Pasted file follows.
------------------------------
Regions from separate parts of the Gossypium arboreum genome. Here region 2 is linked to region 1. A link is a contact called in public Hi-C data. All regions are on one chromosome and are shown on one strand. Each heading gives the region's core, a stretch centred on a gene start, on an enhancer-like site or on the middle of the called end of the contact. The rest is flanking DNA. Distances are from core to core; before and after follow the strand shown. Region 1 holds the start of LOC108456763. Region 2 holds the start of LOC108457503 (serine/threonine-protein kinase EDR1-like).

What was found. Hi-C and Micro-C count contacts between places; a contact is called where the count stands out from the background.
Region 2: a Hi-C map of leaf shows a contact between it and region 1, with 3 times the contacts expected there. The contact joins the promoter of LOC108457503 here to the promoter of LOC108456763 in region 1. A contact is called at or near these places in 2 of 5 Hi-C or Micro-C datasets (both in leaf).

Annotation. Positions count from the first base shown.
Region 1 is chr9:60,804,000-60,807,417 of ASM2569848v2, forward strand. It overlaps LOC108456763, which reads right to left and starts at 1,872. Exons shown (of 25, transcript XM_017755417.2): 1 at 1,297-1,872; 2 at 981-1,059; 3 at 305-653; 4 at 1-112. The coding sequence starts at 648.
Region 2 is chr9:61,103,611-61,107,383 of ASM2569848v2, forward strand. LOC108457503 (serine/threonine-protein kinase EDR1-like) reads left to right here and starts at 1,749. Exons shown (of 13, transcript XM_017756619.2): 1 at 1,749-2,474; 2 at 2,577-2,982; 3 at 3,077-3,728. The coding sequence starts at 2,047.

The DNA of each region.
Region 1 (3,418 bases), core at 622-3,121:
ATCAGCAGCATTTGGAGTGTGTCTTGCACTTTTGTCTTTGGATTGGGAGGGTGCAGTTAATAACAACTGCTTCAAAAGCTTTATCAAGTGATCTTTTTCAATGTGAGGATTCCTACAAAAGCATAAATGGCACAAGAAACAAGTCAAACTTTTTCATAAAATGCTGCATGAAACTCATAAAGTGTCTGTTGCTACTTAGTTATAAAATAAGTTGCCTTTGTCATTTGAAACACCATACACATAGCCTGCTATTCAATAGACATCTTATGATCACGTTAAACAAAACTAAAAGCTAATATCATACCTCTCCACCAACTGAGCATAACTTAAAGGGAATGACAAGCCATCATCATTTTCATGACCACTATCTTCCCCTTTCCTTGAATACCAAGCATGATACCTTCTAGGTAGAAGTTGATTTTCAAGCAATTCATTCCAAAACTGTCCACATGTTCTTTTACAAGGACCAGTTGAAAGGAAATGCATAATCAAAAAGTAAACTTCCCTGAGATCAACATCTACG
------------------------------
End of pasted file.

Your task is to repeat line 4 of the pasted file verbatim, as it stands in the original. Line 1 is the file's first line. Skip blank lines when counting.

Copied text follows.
Annotation. Positions count from the first base shown.